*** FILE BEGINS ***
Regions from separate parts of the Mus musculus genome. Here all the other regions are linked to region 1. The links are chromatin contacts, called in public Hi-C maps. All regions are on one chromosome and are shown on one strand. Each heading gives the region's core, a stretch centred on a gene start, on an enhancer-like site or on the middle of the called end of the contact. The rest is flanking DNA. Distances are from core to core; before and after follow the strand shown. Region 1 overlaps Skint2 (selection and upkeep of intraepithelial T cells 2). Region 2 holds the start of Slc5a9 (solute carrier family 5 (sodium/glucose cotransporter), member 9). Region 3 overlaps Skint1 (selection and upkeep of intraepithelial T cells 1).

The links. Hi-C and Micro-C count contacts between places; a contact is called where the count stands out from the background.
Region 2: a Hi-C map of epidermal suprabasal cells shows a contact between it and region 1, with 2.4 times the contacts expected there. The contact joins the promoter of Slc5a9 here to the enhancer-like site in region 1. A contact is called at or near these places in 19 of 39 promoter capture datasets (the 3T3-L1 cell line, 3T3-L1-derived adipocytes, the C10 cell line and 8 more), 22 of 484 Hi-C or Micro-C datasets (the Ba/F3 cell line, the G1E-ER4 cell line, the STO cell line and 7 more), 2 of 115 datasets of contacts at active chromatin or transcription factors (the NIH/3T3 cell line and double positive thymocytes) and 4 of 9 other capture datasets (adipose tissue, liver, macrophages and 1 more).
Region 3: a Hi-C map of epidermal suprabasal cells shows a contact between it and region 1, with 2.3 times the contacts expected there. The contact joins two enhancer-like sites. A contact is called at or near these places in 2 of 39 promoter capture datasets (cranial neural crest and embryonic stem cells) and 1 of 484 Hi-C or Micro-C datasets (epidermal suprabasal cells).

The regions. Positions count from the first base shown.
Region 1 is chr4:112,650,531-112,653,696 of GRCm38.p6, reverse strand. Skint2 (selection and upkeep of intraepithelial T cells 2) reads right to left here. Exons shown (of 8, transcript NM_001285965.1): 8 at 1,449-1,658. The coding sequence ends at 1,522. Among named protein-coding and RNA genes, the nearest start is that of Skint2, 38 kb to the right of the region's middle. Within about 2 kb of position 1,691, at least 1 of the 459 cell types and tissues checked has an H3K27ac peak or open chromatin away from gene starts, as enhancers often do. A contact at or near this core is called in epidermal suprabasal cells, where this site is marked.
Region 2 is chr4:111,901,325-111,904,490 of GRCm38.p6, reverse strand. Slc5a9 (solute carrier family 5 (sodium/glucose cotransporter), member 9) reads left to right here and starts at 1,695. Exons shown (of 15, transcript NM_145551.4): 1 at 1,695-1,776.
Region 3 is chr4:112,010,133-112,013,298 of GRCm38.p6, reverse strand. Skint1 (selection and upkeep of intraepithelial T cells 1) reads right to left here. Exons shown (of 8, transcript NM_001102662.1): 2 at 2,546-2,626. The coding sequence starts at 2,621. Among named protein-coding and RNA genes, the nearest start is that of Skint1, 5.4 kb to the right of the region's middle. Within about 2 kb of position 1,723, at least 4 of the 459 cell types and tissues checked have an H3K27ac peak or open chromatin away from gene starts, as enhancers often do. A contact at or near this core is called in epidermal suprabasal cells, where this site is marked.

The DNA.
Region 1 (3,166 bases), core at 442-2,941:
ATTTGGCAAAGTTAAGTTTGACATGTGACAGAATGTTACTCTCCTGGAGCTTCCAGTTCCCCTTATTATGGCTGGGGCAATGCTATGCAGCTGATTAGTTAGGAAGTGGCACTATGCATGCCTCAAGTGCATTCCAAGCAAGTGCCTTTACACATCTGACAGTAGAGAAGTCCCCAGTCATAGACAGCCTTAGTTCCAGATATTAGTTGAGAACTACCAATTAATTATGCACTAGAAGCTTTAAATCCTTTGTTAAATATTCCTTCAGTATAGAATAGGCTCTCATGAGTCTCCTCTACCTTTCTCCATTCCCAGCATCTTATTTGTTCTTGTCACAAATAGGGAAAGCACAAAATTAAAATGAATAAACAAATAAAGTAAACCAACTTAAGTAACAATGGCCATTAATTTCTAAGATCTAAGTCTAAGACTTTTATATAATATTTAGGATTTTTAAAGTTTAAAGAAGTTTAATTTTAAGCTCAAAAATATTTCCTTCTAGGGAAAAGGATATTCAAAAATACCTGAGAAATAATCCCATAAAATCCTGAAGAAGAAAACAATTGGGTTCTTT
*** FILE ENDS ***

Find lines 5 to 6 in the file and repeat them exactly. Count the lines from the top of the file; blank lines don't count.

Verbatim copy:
The regions. Positions count from the first base shown.
Region 1 is chr4:112,650,531-112,653,696 of GRCm38.p6, reverse strand. Skint2 (selection and upkeep of intraepithelial T cells 2) reads right to left here. Exons shown (of 8, transcript NM_001285965.1): 8 at 1,449-1,658. The coding sequence ends at 1,522. Among named protein-coding and RNA genes, the nearest start is that of Skint2, 38 kb to the right of the region's middle. Within about 2 kb of position 1,691, at least 1 of the 459 cell types and tissues checked has an H3K27ac peak or open chromatin away from gene starts, as enhancers often do. A contact at or near this core is called in epidermal suprabasal cells, where this site is marked.